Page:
Street-level bureaucrats (SLBs) in asylum seeker centres (azc’s) have a certain degree of autonomy – or discretionary power – in implementing public policies and assisting residents. This thesis investigates how SLBs operating under the Central Agency for the Reception of Asylum Seekers in the Netherlands make sense of and utilise this discretionary power. In-depth interviews with 12 SLBs across five azc’s reveal the interplay of individual decision maker characteristics, organisational characteristics, client characteristics, and extra-organisational characteristics in shaping SLBs' understanding, reflection and application of discretionary power. Contrary to initial theoretical assumptions, SLBs do not primarily rely on rules when understanding their discretionary power. Instead, organisational characteristics, such as resource constraints and the lack of clear guidance from supervisors and colleagues, wield a more pronounced influence, leading to a diminished role of formal rules in shaping and guiding their discretion. In these situations SLBs often rely on their individual decision maker characteristics to navigate their discretion. Additionally, the research shows that client attributes impact SLBs' approach to discretion. SLBs allocate more time to residents who are vulnerable and friendly, while taking a more guarded approach towards safe country nationals and residents displaying aggression. This cautious approach leads to a stricter adherence to rules and regulations. Addressing the potential biases that might underlie these interactions with residents, this study emphasises the importance of reflective practices among SLBs. Reflective SLBs demonstrate a deeper level of engagement by critically evaluating their own discretionary power, leading to more responsible and effective decision-making in public services. Furthermore, extra-organisational factors, such as political decisions, indirectly influence SLBs' discretion by shaping the overall organisational context and imposing resource constraints. Overall, this research underscores the complexity of SLBs' discretionary power, acknowledging the nuanced interplay of factors that influence their discretion. The study highlights the significance of incorporating reflective practices into SLBs' roles, ultimately leading to better understanding and exercise of discretionary power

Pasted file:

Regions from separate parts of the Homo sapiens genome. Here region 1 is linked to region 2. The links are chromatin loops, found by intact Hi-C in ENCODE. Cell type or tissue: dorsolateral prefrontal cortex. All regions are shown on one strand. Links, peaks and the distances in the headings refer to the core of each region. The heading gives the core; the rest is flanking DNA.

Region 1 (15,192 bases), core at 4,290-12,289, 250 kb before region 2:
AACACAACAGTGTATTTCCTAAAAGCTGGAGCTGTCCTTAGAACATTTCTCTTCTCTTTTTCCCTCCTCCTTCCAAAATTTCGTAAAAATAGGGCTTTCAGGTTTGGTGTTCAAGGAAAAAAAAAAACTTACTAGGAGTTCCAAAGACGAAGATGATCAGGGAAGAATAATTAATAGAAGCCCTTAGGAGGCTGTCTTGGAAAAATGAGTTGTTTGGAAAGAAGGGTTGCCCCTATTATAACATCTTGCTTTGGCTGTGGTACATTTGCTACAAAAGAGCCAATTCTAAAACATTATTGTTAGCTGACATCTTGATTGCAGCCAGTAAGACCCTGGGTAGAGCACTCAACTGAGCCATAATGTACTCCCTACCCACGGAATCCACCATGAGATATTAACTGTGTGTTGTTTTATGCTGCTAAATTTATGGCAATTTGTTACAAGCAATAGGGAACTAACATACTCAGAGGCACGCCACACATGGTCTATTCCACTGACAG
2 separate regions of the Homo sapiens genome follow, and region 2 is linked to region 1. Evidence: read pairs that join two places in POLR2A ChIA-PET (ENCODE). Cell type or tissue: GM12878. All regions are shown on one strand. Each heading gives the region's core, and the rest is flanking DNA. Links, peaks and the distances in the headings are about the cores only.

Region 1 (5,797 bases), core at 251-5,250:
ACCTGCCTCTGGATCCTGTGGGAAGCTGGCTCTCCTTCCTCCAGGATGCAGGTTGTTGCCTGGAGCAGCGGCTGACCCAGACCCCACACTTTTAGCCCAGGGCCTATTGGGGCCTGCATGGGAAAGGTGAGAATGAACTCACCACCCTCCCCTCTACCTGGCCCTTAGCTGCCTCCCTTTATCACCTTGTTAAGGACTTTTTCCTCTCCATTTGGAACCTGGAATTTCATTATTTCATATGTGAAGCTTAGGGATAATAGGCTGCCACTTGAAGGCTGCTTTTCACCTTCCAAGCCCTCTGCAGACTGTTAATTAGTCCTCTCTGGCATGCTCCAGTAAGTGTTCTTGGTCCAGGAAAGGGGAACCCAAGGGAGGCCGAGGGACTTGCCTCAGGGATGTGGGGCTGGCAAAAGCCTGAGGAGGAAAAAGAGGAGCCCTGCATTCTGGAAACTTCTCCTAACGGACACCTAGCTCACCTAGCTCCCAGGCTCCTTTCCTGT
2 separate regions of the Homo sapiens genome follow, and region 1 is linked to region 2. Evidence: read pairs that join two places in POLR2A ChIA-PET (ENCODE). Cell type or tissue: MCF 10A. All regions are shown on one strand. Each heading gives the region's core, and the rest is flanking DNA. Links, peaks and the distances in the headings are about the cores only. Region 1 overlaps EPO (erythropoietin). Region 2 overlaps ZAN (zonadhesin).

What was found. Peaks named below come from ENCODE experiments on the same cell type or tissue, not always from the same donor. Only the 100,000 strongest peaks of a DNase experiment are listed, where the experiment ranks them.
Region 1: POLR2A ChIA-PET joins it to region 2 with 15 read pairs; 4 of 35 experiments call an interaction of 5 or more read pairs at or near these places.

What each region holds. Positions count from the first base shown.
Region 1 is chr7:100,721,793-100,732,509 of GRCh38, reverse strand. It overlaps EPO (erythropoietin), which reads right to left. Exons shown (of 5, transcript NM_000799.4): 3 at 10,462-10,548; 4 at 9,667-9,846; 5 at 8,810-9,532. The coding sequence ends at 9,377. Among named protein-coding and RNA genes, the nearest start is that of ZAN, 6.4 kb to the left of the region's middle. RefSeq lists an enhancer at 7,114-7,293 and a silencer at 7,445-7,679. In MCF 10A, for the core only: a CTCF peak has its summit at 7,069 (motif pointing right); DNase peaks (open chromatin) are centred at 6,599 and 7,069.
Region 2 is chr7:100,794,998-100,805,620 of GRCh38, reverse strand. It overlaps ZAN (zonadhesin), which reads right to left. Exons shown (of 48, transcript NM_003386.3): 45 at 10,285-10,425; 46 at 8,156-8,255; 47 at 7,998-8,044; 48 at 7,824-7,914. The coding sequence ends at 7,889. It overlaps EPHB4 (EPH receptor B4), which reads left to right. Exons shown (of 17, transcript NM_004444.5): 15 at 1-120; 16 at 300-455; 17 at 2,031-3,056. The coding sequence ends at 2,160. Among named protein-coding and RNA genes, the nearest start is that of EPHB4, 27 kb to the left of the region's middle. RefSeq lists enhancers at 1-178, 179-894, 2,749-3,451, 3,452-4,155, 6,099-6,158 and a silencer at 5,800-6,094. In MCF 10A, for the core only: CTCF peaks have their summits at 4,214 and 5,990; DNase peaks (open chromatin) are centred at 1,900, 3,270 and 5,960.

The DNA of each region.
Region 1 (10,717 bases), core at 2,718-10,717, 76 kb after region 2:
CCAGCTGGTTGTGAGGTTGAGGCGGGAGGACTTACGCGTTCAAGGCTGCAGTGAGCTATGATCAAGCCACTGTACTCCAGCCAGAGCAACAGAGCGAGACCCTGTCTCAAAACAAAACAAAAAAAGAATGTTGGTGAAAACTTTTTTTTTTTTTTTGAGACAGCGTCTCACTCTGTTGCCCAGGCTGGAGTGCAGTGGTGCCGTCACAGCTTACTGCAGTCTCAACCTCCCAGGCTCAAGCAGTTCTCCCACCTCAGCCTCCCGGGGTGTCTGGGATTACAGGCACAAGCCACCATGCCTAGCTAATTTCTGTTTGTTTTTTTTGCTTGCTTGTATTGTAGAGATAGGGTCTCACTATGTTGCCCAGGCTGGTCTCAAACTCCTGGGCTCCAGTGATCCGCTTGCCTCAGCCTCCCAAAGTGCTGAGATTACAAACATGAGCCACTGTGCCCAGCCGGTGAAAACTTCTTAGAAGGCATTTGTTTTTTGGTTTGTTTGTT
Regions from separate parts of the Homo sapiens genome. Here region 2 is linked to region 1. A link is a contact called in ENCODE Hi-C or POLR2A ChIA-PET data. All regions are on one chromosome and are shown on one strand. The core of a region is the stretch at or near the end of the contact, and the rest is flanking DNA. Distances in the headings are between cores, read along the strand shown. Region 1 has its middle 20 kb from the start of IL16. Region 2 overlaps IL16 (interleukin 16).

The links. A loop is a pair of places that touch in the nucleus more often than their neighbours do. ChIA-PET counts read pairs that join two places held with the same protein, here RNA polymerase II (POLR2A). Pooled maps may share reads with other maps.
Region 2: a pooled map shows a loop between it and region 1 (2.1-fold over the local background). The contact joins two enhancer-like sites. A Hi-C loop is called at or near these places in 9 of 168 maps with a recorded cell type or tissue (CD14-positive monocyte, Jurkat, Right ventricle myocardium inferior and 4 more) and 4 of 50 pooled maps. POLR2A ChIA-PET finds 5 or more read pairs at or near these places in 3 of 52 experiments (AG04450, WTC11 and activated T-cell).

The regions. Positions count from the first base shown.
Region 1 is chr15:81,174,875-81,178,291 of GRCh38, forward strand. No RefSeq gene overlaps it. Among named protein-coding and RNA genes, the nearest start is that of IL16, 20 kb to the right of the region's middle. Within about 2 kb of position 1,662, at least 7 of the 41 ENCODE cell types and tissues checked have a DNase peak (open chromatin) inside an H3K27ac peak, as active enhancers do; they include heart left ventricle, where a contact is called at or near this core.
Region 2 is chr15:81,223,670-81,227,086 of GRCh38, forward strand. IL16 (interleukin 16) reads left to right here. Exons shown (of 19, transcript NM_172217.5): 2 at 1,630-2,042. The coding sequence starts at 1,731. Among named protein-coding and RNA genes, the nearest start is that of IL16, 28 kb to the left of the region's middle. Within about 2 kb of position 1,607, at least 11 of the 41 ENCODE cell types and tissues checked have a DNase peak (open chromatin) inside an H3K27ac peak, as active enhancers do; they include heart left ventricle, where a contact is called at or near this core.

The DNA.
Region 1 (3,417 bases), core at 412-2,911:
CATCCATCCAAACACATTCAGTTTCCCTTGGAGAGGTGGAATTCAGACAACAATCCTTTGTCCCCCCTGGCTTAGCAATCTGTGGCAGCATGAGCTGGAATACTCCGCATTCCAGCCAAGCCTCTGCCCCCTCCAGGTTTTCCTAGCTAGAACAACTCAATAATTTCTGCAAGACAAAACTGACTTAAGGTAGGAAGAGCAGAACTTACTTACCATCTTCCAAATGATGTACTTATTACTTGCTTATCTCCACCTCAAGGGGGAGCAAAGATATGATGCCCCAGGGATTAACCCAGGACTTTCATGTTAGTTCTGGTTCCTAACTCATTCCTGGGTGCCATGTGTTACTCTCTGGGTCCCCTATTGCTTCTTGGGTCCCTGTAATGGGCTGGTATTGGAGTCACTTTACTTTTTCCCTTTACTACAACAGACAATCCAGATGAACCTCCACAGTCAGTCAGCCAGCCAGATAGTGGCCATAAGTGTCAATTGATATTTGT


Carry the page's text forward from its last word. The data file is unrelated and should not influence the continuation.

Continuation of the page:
Dr. .M.A.C. Van Ostaijen, Prof. Dr. P.W.A. Scholten
Public Administration
Erasmus School of Social and Behavioural Sciences

Olga van den Berg. (2023, August 7). The Complexity of Discretion. Public Administration. Retrieved from